Preparation in the run up to the TUC march throughout London was detailed and complex, but at the same time very much down to guesswork. Nobody quite knew how many protesters to expect. An optimistic (or pessimistic) few predicted that it could be as many as a million people, whilst the official website for the march itself predicted a more modest 100,000 – 200,000 people. Given the well reported and publicised police errors that had been made by the inability to cope with 50,000 people at the NUS Demonstration, the Met were under intense scrutiny in the run up to this march.
Currently the estimated number of people who turned up is around 500,000. This goes to show just how many people feel that the cuts throughout the welfare state are not the direction which the government should be taking. Having been present at both marches in a neutral capacity as a researcher, it was interesting to compare them. Straight from the outset it was clear that the TUC march far outstripped the NUS march in terms of size. Walking across Waterloo Bridge at 11.30am, the march stretched as far as the eye could see all the way along Embankment and Blackfriars before vanishing out of sight. This march would be almost impossible to fully police, and so other strategies needed to be deployed.
Keen to utilise social media to help them out, the Met enlisted the use of Twitter. Despite using it for previous protests, they used it far more actively here, sending out regular updates about where parts of the march were; areas to avoid; and any other useful information.
It did prove to be quite helpful, showing that there is definitely room for improvement in terms of utilising social media to keep people aware of what is happening around them on protests such as this. It was this service which alerted me to the fact that perhaps the march was not going to go as peacefully as people perhaps had hoped. I read the following tweet at around 2pm:
Followed soon after by:
Now I think that it is quite clear that police being attacked in Oxford Street perhaps did have something to do with the TUC march, but it almost seems to indicate that the Met had appreciated that these public broadcasts could also be used to attract troublemakers to areas of trouble, and from then on their tweets became more vague, not referring to direct incidences, but rather to generic updates such as:
The rest of the tweets from throughout the day present a very interesting picture as the day moves on, and their change in tone perhaps show better than anything else just how the Met were viewing certain events, as the day unravelled around them.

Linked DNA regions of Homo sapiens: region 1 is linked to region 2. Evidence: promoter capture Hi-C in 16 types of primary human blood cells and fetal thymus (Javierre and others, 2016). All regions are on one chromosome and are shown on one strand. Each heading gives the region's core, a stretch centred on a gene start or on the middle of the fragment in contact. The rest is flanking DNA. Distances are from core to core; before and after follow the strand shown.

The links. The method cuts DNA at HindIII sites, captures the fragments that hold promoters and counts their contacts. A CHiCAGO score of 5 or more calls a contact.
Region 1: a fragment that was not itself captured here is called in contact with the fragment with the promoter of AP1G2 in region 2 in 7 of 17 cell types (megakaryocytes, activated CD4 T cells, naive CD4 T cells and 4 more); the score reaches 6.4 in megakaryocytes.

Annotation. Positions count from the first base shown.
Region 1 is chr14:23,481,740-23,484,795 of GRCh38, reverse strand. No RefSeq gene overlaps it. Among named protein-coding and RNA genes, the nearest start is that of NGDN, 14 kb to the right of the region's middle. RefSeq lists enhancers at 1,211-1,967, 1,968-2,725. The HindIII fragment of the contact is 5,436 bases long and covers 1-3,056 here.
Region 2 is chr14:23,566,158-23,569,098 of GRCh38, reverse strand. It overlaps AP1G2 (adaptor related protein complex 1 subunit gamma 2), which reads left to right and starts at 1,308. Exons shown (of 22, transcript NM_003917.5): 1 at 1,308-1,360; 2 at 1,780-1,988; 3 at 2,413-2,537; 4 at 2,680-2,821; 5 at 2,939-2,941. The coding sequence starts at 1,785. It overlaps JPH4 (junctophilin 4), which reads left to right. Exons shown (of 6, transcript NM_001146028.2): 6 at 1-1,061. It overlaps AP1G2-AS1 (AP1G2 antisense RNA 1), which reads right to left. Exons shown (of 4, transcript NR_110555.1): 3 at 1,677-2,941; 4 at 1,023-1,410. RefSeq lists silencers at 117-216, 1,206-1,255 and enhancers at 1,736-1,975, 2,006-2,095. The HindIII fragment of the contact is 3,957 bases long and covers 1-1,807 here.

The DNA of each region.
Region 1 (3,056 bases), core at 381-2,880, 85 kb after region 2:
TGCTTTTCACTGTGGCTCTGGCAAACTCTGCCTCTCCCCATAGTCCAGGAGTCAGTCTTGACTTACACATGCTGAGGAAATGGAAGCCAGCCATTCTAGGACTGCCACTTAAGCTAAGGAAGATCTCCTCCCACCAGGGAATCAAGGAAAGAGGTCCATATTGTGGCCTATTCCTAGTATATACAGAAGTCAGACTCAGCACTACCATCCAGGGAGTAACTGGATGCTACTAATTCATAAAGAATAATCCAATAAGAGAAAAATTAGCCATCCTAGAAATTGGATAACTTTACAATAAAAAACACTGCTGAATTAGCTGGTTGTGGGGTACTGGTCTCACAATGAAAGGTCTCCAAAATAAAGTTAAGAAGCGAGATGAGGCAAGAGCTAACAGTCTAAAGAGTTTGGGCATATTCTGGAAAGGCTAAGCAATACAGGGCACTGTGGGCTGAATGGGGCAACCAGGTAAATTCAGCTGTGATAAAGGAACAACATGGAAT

Understandably many protestors were reluctant to leave, as this would signal that the march was simply a one day event, and not instead a deeply personal affair which everyone felt to be necessary to protect their own and others’ way of life. Unfortunately this led to the scenes in Oxford St, particularly in Fortnum and Masons, as well as later at Trafalgar Square.
On demonstrations such as this, people throughout the political spectrum can always find areas to criticise in retrospect, whether it’s aggressive police or violent protestors. More often than not it’s a mixture of both. The events at Trafalgar square later in the day leave a sour taste in the mouth. There are conflicting reports about what occurred, but the fairly common consensus seems to be that after an initially peaceful atmosphere, one event sparked up hostilities once again between protestors and police. From on then there were ugly scenes of people trying to escape riot police charges, who in turn were overreacting at the end of a mentally and physically exhausting day.
Whatever the cause, it seems that police steadily used aggressive tactics, such as containment (kettling), baton charges and arrests to dispel what had been an otherwise peaceful group of people, showing that not much has changed since 10/11/10.
It seems the Met wanted to make a statement that they were not going to be seen as lax, as perhaps they were after the Fund Our Future Demonstration. They launched a variety of strategies to keep the public informed, and attempt to keep people who didn’t want to be involved in any form of violent protest out of trouble.
Unfortunately this seems to have conflicted with wanting to be seen to be a strong, united force, even if this involves arresting those who had done nothing to merit it and allowing the real perpetrators to walk away. This is a state of affairs which helps no-one aside from those who should be prosecuted, and serves only to alienate police and protestors from each other now and in the future.
[The Met’s twitter page, and all tweets from the march can be found here: http://twitter.com/#!/CO11MetPolice]